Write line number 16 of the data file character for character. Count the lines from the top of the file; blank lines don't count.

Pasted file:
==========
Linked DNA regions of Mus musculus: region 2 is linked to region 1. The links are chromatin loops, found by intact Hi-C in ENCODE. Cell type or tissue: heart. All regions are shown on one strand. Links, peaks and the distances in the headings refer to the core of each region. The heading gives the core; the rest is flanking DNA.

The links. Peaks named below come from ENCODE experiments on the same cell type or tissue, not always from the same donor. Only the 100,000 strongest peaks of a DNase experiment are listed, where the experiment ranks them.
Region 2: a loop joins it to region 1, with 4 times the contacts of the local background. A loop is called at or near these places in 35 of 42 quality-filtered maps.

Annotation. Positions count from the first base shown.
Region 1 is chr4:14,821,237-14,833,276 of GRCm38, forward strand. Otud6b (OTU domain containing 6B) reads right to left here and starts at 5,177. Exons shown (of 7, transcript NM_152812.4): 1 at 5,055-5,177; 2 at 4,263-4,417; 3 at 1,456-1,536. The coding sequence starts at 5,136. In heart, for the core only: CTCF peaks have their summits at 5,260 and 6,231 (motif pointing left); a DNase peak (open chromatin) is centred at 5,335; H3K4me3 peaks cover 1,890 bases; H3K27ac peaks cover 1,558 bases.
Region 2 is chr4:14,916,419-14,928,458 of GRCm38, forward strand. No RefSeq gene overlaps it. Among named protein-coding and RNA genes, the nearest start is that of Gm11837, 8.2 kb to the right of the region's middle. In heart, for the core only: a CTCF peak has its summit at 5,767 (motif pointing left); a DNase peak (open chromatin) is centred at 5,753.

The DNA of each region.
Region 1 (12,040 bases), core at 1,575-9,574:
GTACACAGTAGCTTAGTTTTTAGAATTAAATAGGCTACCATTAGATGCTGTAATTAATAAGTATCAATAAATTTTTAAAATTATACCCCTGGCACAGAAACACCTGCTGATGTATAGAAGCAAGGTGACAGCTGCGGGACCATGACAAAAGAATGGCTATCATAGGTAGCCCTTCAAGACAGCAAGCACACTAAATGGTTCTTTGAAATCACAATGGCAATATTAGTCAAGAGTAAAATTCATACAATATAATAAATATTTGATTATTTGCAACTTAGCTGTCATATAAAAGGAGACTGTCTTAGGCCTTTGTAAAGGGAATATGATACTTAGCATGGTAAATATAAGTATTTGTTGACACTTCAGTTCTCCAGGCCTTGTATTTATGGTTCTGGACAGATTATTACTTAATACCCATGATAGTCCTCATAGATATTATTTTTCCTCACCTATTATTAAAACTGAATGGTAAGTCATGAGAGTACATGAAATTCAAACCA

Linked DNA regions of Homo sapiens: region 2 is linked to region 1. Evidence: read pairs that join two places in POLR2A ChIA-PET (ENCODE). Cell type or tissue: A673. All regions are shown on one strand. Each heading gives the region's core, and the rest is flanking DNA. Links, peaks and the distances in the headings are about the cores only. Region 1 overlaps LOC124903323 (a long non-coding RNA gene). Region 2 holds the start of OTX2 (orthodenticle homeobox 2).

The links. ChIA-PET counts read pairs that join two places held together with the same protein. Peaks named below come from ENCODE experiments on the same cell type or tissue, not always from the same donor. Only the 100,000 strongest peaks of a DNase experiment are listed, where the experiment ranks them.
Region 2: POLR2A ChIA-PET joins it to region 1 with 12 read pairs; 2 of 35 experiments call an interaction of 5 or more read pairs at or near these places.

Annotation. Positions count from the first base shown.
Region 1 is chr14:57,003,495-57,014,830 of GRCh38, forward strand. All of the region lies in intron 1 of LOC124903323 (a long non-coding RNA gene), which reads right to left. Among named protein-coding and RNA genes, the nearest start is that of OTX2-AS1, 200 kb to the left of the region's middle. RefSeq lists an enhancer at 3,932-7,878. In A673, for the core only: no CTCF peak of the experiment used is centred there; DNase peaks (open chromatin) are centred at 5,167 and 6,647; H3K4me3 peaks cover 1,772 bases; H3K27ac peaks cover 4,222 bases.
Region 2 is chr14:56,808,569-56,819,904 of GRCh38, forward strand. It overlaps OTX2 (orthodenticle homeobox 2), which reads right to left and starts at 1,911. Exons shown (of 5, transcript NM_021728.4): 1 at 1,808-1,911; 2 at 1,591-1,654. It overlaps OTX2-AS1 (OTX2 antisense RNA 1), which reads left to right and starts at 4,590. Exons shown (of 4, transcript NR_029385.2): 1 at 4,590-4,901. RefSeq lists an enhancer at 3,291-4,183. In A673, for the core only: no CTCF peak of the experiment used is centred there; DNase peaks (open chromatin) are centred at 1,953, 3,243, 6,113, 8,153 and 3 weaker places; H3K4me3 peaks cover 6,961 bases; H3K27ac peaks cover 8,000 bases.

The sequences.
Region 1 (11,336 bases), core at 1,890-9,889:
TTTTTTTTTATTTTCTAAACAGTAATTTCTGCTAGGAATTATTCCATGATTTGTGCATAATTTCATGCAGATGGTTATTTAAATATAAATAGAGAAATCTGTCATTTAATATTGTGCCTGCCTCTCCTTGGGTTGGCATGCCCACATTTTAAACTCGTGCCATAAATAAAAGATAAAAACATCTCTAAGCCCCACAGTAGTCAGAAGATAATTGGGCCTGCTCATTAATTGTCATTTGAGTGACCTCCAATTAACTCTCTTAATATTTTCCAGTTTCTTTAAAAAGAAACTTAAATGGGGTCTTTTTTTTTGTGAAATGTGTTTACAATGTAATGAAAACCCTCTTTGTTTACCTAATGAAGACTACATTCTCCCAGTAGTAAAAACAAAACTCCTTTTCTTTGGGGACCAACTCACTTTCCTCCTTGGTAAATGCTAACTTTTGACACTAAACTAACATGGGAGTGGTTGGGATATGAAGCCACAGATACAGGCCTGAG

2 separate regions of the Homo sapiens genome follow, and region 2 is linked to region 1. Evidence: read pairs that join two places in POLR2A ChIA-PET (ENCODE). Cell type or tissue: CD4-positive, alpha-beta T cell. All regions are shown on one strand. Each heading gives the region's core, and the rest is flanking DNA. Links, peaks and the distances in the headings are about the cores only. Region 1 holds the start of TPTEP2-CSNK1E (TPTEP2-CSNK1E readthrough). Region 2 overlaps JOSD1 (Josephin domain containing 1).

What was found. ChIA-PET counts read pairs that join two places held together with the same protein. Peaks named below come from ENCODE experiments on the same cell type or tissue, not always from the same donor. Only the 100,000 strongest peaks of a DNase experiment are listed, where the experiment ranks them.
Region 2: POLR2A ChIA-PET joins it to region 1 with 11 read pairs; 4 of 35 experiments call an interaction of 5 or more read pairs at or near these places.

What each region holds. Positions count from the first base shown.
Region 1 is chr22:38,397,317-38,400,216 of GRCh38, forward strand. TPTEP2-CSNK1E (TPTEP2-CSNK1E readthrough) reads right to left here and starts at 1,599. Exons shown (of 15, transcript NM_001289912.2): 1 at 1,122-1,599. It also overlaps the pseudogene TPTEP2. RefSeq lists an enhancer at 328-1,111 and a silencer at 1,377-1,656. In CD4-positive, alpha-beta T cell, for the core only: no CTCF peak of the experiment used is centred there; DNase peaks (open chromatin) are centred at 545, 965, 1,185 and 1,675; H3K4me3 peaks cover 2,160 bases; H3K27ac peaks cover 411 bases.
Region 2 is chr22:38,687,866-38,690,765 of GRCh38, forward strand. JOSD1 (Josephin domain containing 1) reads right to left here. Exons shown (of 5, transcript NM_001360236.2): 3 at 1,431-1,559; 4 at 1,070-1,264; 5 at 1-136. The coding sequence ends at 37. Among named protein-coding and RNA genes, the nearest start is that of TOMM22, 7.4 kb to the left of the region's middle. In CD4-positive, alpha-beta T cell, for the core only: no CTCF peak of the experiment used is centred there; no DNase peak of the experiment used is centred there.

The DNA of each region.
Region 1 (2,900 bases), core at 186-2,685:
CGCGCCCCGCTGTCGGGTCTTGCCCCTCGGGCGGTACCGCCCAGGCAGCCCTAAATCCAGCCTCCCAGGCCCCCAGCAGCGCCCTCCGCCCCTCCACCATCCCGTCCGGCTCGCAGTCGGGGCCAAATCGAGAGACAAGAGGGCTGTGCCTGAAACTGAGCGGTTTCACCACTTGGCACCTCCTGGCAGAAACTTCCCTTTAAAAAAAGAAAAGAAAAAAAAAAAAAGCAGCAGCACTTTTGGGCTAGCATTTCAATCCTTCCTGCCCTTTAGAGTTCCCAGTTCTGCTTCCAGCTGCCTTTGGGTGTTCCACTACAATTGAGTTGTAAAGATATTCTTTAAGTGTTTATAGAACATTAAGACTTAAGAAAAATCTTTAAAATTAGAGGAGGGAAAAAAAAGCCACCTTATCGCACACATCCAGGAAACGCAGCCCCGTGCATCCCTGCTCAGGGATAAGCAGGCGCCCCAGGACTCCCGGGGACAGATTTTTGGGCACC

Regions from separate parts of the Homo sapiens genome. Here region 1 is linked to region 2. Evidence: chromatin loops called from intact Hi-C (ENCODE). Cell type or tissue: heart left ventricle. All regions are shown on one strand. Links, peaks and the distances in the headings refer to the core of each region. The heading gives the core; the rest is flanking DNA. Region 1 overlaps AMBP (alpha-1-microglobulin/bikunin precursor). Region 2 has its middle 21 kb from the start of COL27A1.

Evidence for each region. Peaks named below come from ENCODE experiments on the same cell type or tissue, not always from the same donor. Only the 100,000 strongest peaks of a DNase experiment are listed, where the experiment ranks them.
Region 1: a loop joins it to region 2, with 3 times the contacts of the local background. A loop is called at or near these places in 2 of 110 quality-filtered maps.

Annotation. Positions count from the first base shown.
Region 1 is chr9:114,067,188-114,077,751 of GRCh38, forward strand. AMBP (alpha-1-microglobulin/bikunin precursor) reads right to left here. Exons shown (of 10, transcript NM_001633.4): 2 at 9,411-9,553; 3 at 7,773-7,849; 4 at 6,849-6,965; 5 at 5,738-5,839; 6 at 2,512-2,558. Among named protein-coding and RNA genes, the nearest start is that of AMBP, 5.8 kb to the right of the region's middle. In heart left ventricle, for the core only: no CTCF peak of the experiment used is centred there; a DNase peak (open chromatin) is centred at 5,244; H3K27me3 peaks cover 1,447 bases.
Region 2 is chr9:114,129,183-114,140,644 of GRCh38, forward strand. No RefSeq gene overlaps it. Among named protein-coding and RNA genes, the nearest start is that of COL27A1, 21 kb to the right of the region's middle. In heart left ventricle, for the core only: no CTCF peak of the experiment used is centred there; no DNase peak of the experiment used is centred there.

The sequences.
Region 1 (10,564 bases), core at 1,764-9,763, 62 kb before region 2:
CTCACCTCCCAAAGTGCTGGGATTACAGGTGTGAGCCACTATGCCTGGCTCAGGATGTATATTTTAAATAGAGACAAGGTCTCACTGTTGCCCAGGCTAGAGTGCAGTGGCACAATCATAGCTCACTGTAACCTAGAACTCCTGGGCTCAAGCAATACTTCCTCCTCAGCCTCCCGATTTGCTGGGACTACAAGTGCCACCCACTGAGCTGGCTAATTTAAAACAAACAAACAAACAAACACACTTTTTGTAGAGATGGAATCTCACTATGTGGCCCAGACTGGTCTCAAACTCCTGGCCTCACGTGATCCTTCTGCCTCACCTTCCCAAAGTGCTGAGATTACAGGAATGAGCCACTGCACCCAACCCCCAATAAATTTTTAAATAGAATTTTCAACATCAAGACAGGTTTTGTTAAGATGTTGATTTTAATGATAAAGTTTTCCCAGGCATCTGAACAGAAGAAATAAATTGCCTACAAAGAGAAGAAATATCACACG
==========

The sequences.